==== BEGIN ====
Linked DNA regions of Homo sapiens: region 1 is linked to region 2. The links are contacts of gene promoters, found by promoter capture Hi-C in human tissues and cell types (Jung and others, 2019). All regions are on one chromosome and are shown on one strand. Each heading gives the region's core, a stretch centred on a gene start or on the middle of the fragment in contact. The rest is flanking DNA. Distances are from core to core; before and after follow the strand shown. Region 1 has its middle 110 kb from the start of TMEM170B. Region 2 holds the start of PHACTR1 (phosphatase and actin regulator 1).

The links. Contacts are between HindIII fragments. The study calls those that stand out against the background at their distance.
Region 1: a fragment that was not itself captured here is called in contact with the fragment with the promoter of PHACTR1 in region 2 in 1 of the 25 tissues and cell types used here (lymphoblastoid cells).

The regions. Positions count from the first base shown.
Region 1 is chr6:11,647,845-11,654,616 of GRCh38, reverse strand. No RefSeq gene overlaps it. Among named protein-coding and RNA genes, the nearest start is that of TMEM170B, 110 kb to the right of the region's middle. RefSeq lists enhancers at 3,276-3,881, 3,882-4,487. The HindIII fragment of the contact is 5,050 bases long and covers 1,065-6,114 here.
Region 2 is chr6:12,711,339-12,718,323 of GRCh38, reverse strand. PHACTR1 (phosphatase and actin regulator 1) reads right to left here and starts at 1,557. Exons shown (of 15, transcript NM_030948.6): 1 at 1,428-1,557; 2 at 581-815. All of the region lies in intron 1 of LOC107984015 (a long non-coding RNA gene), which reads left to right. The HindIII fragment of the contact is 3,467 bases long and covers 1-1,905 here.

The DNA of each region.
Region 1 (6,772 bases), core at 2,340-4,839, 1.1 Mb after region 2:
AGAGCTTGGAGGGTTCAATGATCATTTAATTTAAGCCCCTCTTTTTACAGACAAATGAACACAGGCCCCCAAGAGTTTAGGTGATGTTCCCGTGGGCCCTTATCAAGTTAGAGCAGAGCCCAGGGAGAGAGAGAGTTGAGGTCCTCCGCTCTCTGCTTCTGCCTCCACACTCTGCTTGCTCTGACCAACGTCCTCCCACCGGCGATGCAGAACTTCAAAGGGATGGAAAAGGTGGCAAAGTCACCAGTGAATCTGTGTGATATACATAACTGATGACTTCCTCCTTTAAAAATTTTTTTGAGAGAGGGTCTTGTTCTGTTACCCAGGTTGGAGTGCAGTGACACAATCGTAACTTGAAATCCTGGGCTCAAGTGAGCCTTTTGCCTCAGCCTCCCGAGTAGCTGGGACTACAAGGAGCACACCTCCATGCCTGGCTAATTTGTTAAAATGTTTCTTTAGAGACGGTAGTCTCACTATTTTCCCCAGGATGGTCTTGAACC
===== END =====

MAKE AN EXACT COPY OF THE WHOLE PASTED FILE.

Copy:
Linked DNA regions of Homo sapiens: region 1 is linked to region 2. The links are contacts of gene promoters, found by promoter capture Hi-C in human tissues and cell types (Jung and others, 2019). All regions are on one chromosome and are shown on one strand. Each heading gives the region's core, a stretch centred on a gene start or on the middle of the fragment in contact. The rest is flanking DNA. Distances are from core to core; before and after follow the strand shown. Region 1 has its middle 110 kb from the start of TMEM170B. Region 2 holds the start of PHACTR1 (phosphatase and actin regulator 1).

The links. Contacts are between HindIII fragments. The study calls those that stand out against the background at their distance.
Region 1: a fragment that was not itself captured here is called in contact with the fragment with the promoter of PHACTR1 in region 2 in 1 of the 25 tissues and cell types used here (lymphoblastoid cells).

The regions. Positions count from the first base shown.
Region 1 is chr6:11,647,845-11,654,616 of GRCh38, reverse strand. No RefSeq gene overlaps it. Among named protein-coding and RNA genes, the nearest start is that of TMEM170B, 110 kb to the right of the region's middle. RefSeq lists enhancers at 3,276-3,881, 3,882-4,487. The HindIII fragment of the contact is 5,050 bases long and covers 1,065-6,114 here.
Region 2 is chr6:12,711,339-12,718,323 of GRCh38, reverse strand. PHACTR1 (phosphatase and actin regulator 1) reads right to left here and starts at 1,557. Exons shown (of 15, transcript NM_030948.6): 1 at 1,428-1,557; 2 at 581-815. All of the region lies in intron 1 of LOC107984015 (a long non-coding RNA gene), which reads left to right. The HindIII fragment of the contact is 3,467 bases long and covers 1-1,905 here.

The DNA of each region.
Region 1 (6,772 bases), core at 2,340-4,839, 1.1 Mb after region 2:
AGAGCTTGGAGGGTTCAATGATCATTTAATTTAAGCCCCTCTTTTTACAGACAAATGAACACAGGCCCCCAAGAGTTTAGGTGATGTTCCCGTGGGCCCTTATCAAGTTAGAGCAGAGCCCAGGGAGAGAGAGAGTTGAGGTCCTCCGCTCTCTGCTTCTGCCTCCACACTCTGCTTGCTCTGACCAACGTCCTCCCACCGGCGATGCAGAACTTCAAAGGGATGGAAAAGGTGGCAAAGTCACCAGTGAATCTGTGTGATATACATAACTGATGACTTCCTCCTTTAAAAATTTTTTTGAGAGAGGGTCTTGTTCTGTTACCCAGGTTGGAGTGCAGTGACACAATCGTAACTTGAAATCCTGGGCTCAAGTGAGCCTTTTGCCTCAGCCTCCCGAGTAGCTGGGACTACAAGGAGCACACCTCCATGCCTGGCTAATTTGTTAAAATGTTTCTTTAGAGACGGTAGTCTCACTATTTTCCCCAGGATGGTCTTGAACC